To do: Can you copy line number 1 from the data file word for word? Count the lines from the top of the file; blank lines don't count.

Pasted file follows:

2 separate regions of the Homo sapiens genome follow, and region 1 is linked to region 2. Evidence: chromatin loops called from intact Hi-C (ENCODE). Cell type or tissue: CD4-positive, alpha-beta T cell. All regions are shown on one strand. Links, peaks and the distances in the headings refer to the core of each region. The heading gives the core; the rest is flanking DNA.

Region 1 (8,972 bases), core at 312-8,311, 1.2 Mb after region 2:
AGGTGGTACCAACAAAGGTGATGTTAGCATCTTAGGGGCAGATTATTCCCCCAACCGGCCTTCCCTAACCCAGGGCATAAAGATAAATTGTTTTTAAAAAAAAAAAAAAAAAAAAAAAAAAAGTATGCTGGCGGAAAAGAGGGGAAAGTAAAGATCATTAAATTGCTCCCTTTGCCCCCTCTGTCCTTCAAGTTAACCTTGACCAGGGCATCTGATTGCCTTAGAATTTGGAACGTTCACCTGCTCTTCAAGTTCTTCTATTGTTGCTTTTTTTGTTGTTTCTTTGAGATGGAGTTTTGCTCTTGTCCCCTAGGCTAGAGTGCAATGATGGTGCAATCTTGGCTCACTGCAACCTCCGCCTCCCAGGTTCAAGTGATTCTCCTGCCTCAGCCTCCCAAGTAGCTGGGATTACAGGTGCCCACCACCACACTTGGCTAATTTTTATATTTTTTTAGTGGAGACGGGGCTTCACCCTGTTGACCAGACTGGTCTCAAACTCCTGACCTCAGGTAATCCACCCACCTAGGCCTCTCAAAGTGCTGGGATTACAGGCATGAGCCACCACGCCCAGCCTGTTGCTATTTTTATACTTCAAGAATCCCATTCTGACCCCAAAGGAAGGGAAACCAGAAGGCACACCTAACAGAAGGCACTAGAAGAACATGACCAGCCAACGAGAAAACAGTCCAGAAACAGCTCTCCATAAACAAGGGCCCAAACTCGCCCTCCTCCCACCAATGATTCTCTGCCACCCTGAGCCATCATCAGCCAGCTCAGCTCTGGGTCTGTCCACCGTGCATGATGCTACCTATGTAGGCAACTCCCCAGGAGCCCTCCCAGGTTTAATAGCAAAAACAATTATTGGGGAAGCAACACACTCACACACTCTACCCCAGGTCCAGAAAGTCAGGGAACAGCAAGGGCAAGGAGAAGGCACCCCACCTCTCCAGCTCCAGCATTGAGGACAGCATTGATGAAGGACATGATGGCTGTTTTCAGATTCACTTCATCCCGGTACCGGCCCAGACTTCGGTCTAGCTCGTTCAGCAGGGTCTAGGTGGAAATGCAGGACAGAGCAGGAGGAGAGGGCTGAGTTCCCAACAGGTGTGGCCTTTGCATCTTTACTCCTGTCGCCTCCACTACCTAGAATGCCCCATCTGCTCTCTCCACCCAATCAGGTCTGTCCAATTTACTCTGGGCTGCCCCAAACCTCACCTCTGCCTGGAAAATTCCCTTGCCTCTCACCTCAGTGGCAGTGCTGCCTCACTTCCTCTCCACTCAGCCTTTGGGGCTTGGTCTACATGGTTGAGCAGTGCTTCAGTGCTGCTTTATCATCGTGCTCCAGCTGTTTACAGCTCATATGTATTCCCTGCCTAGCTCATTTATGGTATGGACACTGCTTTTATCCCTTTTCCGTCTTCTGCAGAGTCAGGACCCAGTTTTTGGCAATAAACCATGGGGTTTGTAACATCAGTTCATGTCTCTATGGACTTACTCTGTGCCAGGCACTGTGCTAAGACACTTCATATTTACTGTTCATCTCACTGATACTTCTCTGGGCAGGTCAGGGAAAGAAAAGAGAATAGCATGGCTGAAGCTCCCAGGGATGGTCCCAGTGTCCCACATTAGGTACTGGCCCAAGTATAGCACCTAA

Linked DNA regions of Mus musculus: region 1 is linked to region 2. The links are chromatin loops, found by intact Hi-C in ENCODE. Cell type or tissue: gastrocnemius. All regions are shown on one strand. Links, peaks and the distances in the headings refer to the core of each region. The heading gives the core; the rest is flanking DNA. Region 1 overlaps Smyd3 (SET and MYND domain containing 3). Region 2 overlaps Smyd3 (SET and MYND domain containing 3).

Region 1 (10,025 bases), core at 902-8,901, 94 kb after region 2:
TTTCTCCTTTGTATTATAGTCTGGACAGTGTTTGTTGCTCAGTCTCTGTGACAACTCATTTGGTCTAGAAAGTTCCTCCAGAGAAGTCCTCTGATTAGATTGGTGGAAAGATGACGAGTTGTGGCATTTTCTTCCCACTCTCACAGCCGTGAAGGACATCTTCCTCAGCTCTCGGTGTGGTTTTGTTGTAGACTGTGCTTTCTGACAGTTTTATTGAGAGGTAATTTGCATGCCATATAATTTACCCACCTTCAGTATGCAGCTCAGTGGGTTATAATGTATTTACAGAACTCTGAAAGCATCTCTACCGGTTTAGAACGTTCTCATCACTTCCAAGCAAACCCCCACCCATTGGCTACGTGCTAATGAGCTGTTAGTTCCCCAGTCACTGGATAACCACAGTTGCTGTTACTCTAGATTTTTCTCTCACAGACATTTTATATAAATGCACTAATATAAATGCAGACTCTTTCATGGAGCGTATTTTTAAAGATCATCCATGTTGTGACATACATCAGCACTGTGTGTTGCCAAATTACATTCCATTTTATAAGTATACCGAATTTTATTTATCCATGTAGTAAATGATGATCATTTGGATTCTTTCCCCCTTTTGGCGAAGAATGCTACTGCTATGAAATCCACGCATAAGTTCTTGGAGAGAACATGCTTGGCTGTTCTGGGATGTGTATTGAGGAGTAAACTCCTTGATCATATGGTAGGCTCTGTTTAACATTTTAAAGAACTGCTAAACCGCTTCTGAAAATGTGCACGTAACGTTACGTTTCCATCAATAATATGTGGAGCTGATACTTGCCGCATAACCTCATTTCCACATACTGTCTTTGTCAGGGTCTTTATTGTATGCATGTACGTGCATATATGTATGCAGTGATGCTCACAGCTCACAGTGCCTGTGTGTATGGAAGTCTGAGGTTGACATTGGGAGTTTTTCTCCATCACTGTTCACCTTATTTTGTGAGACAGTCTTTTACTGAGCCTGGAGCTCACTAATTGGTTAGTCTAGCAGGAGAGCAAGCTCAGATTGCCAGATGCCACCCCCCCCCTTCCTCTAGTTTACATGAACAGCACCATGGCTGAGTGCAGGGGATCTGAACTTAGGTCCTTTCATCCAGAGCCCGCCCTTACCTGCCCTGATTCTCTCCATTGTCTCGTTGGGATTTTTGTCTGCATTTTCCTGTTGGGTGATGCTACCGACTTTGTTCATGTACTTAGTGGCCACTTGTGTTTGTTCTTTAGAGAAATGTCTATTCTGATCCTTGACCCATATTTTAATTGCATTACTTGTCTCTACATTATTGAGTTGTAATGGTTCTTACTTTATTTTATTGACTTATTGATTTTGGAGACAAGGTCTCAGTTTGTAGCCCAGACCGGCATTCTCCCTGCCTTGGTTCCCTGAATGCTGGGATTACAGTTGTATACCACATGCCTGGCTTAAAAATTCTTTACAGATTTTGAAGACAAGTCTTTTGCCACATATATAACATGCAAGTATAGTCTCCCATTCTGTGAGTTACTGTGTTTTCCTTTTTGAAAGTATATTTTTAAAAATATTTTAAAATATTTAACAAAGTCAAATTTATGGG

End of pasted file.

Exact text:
2 separate regions of the Homo sapiens genome follow, and region 1 is linked to region 2. Evidence: chromatin loops called from intact Hi-C (ENCODE). Cell type or tissue: CD4-positive, alpha-beta T cell. All regions are shown on one strand. Links, peaks and the distances in the headings refer to the core of each region. The heading gives the core; the rest is flanking DNA.